WASHINGTON — Routine media access to the White House could be a thing of the past under Donald Trump’s presidency, with top officials of the incoming administration saying Sunday that they’re exploring more spacious options nearby.
Vice President-elect Mike Pence cast the idea as a response to increased interest in the new administration, saying they’re “giving some consideration to finding a larger venue on the 18 acres in the White House complex to accommodate the extraordinary interest.”
Speaking on CBS’ “Face the Nation,” Pence said the move is intended to reflect the Trump administration’s “commitment to transparency, to free and independent press.”
The news, first reported Sunday by Esquire Magazine, raised alarms that it was just the opposite — an end to the longstanding tradition of daily press briefings in the White House, a reflection of Trump’s contentious relationship with the news media.
More than 250 journalists packed Trump Tower last week for the celebrity businessman’s first full-fledged news conference since July, billed as a forum to discuss his separation from his business but which quickly turned into a wide-ranging free-for-all about U.S. intelligence, Russian hacking and, eventually, some of Trump’s policy plans after he takes office on Jan. 20.
The president-elect’s chief of staff, Reince Priebus, echoed Pence’s remarks Sunday, saying the news conference demonstrated the need for more space since the briefing room accommodates only about 50 people.
“If we have more people involved instead of less people involved, wouldn’t that be a good thing?” Priebus said on ABC’s “This Week.” He mentioned the idea of moving press conferences to the Executive Office Building next door to the White House. They’re currently held in the White House’s West Wing, which houses offices for White House staff.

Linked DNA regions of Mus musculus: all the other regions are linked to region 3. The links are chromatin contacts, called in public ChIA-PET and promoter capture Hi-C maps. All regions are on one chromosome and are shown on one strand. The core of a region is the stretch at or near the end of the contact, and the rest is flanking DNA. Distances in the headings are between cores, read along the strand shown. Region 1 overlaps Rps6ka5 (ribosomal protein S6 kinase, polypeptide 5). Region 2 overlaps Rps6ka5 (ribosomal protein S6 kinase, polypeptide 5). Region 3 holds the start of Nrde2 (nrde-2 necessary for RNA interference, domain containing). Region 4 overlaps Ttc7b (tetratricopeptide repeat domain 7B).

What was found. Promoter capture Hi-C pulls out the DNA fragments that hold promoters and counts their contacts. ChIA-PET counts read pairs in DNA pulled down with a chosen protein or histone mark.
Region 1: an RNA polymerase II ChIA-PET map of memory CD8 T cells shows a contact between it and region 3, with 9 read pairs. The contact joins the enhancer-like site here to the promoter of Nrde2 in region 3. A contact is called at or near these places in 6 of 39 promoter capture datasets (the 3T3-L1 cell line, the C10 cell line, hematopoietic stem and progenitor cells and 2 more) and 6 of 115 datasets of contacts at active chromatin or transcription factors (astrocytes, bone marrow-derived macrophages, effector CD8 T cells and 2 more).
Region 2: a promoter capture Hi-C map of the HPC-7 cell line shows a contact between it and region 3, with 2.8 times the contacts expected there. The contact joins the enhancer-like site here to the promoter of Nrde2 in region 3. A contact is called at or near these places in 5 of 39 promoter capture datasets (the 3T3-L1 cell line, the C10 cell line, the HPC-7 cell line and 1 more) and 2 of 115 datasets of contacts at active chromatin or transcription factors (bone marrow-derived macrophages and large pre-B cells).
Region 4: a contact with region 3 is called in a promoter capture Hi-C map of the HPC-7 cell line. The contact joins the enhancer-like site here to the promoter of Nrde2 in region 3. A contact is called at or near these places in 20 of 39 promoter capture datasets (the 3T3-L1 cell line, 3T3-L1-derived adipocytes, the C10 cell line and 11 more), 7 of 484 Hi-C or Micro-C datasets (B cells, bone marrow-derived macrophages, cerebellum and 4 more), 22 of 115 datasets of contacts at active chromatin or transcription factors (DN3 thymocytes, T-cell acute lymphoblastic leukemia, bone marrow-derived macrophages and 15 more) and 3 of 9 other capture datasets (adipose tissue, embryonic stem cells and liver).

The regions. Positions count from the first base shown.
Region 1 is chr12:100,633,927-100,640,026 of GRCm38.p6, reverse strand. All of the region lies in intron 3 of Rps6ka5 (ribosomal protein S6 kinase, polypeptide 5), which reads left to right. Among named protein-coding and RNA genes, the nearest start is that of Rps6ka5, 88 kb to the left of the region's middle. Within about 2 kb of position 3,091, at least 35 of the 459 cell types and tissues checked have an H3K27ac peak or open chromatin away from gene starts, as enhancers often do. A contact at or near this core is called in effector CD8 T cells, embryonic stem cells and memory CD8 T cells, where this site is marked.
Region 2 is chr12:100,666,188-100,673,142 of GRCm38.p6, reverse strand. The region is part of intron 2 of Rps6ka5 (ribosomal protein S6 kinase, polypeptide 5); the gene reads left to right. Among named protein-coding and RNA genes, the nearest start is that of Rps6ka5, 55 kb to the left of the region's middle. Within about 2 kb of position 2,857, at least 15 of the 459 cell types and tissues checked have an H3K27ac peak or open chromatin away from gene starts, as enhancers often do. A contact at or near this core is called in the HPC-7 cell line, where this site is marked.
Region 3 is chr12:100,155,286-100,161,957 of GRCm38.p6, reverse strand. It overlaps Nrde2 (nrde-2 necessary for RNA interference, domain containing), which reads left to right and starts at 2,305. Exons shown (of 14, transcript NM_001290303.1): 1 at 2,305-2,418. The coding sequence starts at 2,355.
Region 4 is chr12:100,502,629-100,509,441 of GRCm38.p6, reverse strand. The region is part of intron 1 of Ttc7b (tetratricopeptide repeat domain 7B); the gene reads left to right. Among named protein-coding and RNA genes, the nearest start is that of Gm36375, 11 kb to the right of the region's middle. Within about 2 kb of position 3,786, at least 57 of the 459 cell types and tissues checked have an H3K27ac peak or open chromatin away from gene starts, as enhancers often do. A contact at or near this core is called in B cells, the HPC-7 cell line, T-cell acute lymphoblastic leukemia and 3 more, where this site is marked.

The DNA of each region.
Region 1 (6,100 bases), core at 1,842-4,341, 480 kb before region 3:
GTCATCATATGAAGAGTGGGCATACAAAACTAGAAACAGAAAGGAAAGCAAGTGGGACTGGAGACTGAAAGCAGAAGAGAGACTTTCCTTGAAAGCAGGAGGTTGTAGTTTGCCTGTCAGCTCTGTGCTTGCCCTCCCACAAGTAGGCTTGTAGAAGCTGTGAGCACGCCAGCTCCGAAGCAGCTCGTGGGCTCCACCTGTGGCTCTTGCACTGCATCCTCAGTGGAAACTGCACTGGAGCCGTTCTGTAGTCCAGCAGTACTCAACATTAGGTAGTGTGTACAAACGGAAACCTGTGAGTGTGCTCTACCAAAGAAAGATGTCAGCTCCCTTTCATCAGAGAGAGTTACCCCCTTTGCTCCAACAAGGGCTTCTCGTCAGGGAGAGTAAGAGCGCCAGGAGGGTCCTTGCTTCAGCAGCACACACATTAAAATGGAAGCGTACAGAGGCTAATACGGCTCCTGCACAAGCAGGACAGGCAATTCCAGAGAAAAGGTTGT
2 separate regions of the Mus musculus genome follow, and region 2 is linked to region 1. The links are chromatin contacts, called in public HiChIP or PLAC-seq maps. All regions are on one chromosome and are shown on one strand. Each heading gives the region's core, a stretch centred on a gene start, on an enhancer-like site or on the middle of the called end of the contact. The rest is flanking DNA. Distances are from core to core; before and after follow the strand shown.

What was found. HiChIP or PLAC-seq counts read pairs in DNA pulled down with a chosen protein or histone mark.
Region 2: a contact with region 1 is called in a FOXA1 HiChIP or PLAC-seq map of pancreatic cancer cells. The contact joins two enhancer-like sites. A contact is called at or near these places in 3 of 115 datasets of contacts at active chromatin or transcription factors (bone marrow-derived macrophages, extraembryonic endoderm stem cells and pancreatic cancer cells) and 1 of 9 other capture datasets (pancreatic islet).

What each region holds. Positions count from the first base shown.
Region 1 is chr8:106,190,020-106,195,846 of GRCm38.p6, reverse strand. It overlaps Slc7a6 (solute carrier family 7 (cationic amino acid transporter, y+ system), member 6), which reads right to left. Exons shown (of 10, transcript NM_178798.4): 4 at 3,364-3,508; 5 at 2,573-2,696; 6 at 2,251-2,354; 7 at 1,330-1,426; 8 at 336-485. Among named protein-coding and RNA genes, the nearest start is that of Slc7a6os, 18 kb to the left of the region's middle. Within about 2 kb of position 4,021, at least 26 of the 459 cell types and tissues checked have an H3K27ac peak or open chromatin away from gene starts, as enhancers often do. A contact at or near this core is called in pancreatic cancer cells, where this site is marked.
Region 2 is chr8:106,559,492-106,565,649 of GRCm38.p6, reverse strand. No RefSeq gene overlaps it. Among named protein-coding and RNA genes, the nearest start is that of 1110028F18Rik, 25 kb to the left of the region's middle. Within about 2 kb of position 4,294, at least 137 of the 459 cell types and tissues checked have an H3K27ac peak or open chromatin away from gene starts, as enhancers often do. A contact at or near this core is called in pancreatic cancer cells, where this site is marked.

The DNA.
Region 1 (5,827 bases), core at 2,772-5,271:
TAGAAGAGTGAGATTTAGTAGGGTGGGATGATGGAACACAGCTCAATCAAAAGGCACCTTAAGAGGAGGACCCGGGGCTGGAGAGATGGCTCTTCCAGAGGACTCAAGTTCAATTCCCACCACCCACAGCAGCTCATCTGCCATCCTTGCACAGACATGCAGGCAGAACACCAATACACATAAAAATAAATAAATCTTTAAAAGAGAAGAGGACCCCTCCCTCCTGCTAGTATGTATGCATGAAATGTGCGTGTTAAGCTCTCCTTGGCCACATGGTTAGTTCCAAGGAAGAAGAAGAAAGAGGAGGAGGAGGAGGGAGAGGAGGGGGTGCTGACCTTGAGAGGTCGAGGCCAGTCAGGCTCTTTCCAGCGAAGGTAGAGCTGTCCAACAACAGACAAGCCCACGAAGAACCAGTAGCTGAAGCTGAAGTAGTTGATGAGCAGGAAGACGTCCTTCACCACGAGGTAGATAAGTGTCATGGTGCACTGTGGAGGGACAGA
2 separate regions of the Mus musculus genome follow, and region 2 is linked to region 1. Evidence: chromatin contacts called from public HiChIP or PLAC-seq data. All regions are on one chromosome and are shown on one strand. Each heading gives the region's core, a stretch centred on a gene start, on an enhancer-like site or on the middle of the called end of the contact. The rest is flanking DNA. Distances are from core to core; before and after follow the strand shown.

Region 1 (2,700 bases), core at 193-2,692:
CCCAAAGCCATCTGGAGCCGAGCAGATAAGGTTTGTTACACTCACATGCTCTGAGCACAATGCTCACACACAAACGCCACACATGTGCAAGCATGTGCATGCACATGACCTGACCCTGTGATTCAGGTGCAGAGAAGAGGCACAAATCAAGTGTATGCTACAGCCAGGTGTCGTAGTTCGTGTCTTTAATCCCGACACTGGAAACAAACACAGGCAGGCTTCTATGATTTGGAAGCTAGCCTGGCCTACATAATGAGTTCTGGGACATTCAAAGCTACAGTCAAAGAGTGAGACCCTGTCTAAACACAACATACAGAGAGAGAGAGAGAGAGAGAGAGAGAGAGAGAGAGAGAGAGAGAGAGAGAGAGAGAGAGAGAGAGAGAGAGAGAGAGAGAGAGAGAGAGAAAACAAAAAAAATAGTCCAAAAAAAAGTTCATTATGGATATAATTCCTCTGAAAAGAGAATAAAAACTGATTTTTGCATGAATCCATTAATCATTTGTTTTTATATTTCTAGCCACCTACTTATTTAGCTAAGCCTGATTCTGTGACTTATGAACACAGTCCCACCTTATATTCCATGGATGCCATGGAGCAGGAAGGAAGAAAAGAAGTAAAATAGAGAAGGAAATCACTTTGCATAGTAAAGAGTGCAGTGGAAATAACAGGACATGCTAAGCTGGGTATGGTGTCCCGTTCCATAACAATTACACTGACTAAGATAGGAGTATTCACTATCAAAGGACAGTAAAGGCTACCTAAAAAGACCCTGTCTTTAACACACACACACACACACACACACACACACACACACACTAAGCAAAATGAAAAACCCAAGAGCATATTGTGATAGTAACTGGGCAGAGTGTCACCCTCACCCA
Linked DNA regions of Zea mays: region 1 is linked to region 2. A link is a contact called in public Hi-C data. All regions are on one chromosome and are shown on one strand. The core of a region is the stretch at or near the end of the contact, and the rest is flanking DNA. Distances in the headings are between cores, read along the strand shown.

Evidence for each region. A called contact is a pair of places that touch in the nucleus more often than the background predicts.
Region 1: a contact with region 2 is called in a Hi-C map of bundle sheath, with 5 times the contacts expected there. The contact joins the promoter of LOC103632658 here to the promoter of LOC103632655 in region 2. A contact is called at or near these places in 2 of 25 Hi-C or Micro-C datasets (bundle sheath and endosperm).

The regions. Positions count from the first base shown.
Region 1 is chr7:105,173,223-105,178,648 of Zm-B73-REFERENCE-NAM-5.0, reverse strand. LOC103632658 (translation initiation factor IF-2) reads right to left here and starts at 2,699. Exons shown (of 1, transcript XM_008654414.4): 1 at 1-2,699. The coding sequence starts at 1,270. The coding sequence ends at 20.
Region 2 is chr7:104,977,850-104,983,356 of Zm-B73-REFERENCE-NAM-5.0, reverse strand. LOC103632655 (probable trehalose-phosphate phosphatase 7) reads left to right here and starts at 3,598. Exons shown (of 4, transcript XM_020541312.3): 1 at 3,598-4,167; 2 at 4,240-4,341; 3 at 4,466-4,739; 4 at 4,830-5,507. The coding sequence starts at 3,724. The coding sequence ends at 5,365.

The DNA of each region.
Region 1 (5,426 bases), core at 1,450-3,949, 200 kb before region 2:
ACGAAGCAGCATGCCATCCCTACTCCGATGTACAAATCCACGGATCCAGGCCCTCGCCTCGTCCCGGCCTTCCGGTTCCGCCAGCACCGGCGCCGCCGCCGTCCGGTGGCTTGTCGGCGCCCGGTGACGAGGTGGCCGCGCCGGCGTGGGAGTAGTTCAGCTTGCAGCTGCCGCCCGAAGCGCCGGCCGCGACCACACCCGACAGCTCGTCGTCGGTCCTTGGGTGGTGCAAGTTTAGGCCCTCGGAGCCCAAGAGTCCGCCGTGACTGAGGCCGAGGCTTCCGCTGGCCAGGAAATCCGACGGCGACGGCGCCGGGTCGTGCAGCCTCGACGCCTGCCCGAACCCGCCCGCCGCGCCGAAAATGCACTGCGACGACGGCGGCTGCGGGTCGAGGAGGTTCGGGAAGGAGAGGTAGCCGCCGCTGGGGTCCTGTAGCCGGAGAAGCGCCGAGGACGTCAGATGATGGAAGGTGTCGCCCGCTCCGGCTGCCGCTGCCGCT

Theodore Roosevelt first created a little area on the White House premises to accommodate journalists so they wouldn’t have to wait out in the cold monitoring presidential activity.
Over the years, presidential briefings have relocated a number of times to accommodate interest. They have been held in the president’s White House office, the larger Indian Treaty Room in the Executive Office Building and the State Department auditorium, where there was space for the more than 200 reporters covering President John F. Kennedy.
President Richard Nixon created the media briefing room and reporters’ offices by covering over the White House’s indoor swimming pool.
The White House Correspondents’ Association board said Sunday it “will fight to keep the briefing room and West Wing access to senior administration officials open,” in a statement from association president Jeff Mason. He was meeting with incoming Trump Press Secretary Sean Spicer to discuss the matter.
“We object strenuously to any move that would shield the president and his advisers from the scrutiny of an on-site White House press corps,” Mason said.